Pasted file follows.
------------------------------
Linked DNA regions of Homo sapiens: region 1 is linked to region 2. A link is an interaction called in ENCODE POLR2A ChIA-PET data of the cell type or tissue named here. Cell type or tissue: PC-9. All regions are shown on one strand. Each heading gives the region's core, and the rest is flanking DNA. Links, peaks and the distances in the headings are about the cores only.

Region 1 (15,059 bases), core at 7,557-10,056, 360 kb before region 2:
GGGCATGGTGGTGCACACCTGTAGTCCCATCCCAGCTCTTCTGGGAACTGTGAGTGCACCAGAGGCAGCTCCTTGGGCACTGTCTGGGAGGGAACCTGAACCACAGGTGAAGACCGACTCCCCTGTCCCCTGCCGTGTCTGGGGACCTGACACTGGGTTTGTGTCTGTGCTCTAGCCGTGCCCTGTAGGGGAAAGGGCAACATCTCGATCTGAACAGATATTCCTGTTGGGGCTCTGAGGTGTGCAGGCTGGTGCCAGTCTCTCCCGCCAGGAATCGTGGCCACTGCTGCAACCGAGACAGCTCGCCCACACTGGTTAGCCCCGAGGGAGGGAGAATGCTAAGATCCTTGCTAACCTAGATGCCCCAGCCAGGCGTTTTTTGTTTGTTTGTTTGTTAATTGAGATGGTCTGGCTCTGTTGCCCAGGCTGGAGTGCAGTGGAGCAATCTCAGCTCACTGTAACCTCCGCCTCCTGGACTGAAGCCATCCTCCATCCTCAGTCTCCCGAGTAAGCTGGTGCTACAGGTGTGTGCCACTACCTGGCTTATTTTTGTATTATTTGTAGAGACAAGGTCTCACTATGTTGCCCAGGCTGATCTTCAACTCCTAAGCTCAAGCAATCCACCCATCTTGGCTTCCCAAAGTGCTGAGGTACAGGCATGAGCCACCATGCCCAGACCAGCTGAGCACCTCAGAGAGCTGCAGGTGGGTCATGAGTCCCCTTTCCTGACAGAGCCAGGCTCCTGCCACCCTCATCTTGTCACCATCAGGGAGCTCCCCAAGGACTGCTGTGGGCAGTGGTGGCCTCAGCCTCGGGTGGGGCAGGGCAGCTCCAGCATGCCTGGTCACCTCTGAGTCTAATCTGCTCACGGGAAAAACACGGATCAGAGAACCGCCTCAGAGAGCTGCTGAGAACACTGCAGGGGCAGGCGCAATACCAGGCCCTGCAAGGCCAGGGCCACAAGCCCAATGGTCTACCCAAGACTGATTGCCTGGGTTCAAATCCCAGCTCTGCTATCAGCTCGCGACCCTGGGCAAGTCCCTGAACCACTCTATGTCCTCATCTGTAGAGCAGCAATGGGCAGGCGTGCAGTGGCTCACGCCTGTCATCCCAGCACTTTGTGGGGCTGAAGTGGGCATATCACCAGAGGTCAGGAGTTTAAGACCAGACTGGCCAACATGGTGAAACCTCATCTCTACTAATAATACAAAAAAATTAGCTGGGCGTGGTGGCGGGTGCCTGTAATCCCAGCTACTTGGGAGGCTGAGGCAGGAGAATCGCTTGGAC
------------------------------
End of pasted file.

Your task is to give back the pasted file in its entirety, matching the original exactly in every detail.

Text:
Linked DNA regions of Homo sapiens: region 1 is linked to region 2. A link is an interaction called in ENCODE POLR2A ChIA-PET data of the cell type or tissue named here. Cell type or tissue: PC-9. All regions are shown on one strand. Each heading gives the region's core, and the rest is flanking DNA. Links, peaks and the distances in the headings are about the cores only.

Region 1 (15,059 bases), core at 7,557-10,056, 360 kb before region 2:
GGGCATGGTGGTGCACACCTGTAGTCCCATCCCAGCTCTTCTGGGAACTGTGAGTGCACCAGAGGCAGCTCCTTGGGCACTGTCTGGGAGGGAACCTGAACCACAGGTGAAGACCGACTCCCCTGTCCCCTGCCGTGTCTGGGGACCTGACACTGGGTTTGTGTCTGTGCTCTAGCCGTGCCCTGTAGGGGAAAGGGCAACATCTCGATCTGAACAGATATTCCTGTTGGGGCTCTGAGGTGTGCAGGCTGGTGCCAGTCTCTCCCGCCAGGAATCGTGGCCACTGCTGCAACCGAGACAGCTCGCCCACACTGGTTAGCCCCGAGGGAGGGAGAATGCTAAGATCCTTGCTAACCTAGATGCCCCAGCCAGGCGTTTTTTGTTTGTTTGTTTGTTAATTGAGATGGTCTGGCTCTGTTGCCCAGGCTGGAGTGCAGTGGAGCAATCTCAGCTCACTGTAACCTCCGCCTCCTGGACTGAAGCCATCCTCCATCCTCAGTCTCCCGAGTAAGCTGGTGCTACAGGTGTGTGCCACTACCTGGCTTATTTTTGTATTATTTGTAGAGACAAGGTCTCACTATGTTGCCCAGGCTGATCTTCAACTCCTAAGCTCAAGCAATCCACCCATCTTGGCTTCCCAAAGTGCTGAGGTACAGGCATGAGCCACCATGCCCAGACCAGCTGAGCACCTCAGAGAGCTGCAGGTGGGTCATGAGTCCCCTTTCCTGACAGAGCCAGGCTCCTGCCACCCTCATCTTGTCACCATCAGGGAGCTCCCCAAGGACTGCTGTGGGCAGTGGTGGCCTCAGCCTCGGGTGGGGCAGGGCAGCTCCAGCATGCCTGGTCACCTCTGAGTCTAATCTGCTCACGGGAAAAACACGGATCAGAGAACCGCCTCAGAGAGCTGCTGAGAACACTGCAGGGGCAGGCGCAATACCAGGCCCTGCAAGGCCAGGGCCACAAGCCCAATGGTCTACCCAAGACTGATTGCCTGGGTTCAAATCCCAGCTCTGCTATCAGCTCGCGACCCTGGGCAAGTCCCTGAACCACTCTATGTCCTCATCTGTAGAGCAGCAATGGGCAGGCGTGCAGTGGCTCACGCCTGTCATCCCAGCACTTTGTGGGGCTGAAGTGGGCATATCACCAGAGGTCAGGAGTTTAAGACCAGACTGGCCAACATGGTGAAACCTCATCTCTACTAATAATACAAAAAAATTAGCTGGGCGTGGTGGCGGGTGCCTGTAATCCCAGCTACTTGGGAGGCTGAGGCAGGAGAATCGCTTGGAC